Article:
- 1 Scotch bonnetor habanero peppers, seeded
- 1/2 cup diced Onion
- 1 Green oniondiced
- 1 Garlic clovesminced
- 1/2 tablespoon Salt
- 1 teaspoon ground Allspice
- 1 teaspoon Black pepper
- 3/4 teaspoon dried Thyme
- 1/4 teaspoon Ground ginger
- 1/4 teaspoon Cinnamon
- 1 tablespoon Vegetable oil
- 1 5- to 6-pound Pork picnic
- 2 cups Memphis-style championship red sauceFor Jerk dipping sauce:
- 2 tablespoons Reserved jerk paste
If you’re lucky enough to visit Jamaica, make a point of visiting one of the island’s well-known jerk shacks. Most Jamaican barbecue joints feature two open-air grills, one for chicken and the other for pig. Cooking pig in the chicken pan is strictly prohibited.
The pitmaster hand turns each log every hour to keep the wood grate from burning, and the pig or chicken on the cooking grate is covered with a thin sheet of corrugated metal. This simplest of cookers illustrates that the best BBQ comes from the cook’s knowledge, not the sophistication of the cooker.
Two barrel barbecues, two chickens, two slabs of ribs, two pork butts, and two red snappers were the only ingredients utilized. The birds were fresh and free-range.
By combining local jerk flavors with the culinary techniques of the chefs at play, this spontaneous supper captured the hearts and stomachs of its tasters.
by ulterior epicure @ flickr
Place the coals on one side of the grill, leaving the other vacant, to create an indirect cooking fire (wood or a mix of charcoal and wood).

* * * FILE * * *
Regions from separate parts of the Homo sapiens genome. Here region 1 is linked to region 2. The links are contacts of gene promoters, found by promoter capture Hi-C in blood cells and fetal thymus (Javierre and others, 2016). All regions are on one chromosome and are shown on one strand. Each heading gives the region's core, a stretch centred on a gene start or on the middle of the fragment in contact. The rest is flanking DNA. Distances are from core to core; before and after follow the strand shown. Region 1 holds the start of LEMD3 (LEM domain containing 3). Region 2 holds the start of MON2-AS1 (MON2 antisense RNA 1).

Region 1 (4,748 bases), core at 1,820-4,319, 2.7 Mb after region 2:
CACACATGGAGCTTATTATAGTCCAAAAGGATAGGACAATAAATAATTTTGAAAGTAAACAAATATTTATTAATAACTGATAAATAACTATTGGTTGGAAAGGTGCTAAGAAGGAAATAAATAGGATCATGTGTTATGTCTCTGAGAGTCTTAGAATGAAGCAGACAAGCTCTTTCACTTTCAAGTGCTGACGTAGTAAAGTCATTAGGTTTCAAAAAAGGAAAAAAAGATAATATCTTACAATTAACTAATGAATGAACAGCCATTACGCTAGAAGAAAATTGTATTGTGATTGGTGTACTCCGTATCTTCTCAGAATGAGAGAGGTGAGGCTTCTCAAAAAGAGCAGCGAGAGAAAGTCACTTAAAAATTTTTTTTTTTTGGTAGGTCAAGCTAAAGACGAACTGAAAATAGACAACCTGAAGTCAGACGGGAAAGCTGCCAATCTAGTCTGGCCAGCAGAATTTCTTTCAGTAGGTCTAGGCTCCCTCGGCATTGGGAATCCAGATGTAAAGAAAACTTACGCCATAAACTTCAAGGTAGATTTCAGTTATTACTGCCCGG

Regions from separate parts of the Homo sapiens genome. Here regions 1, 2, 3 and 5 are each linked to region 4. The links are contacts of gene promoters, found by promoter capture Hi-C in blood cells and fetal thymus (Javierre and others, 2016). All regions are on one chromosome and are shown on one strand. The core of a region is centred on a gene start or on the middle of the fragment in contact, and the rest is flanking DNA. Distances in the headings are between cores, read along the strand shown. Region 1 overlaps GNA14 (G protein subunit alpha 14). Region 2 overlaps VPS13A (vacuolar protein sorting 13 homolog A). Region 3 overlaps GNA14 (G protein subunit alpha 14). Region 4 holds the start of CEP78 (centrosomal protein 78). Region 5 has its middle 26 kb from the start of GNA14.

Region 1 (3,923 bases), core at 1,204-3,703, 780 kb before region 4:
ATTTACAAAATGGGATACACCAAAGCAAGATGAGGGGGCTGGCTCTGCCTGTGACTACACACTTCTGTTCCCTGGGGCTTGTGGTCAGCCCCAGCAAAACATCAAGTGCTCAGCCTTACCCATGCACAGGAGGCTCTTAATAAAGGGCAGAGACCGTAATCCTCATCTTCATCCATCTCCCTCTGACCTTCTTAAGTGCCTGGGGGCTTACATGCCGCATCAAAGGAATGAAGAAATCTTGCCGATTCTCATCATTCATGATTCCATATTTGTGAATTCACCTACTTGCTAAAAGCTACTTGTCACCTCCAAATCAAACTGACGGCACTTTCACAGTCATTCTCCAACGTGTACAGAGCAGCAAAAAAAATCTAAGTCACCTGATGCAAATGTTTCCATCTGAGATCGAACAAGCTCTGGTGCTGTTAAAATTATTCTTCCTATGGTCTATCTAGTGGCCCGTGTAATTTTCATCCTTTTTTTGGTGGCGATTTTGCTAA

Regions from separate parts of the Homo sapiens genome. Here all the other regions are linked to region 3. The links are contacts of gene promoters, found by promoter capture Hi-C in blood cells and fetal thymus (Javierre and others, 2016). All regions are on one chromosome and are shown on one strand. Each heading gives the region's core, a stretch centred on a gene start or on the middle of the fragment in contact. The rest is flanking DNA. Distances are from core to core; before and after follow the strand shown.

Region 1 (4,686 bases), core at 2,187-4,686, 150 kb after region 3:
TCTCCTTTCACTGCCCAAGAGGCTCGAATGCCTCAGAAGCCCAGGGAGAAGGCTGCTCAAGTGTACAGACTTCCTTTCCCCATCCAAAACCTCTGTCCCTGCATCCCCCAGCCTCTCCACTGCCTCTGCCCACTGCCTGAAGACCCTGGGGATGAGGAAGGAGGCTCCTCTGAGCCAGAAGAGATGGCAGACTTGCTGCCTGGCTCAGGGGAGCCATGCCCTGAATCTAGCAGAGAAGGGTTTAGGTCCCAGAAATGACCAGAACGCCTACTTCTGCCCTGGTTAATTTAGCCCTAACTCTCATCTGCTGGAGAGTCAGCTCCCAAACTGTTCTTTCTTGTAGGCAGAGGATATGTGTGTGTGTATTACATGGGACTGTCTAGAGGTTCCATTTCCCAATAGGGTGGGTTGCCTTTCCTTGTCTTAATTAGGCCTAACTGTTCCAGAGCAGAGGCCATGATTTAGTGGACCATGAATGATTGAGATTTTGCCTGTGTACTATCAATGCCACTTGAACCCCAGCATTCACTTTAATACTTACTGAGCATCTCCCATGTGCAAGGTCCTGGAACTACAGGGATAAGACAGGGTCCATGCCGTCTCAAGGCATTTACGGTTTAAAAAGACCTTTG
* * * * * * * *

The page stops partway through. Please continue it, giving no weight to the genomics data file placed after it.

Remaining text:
Combine all of the jerk paste ingredients, except the oil, in a food processor.
Drizzle in the oil slowly while the machine is working until a smooth paste forms.
Set aside 2 tablespoons of the jerk paste for the dipping sauce. Rub the pork chops with the remaining jerk paste.
When the temperature reaches 250°F, place the pork chops in the cooker, close the lid, and cook for 7 to 8 hours over indirect heat until the internal temperature of the pork reaches 190°F.
Maintain a steady temperature of 250°F in the cooker by checking the grill temperature frequently and adding hot charcoal or wood coals as needed.
Place the pork on a cutting board and let it away to rest for 20 minutes.
Combine the barbecue sauce and reserved jerk paste in a saucepan and bring to a low simmer over medium heat.
Reduce the heat to low and continue to cook for another 10 minutes.
Serve the cooked meat sliced, pulled, or chopped into bite-size pieces with the sauce drizzled on top or on the side.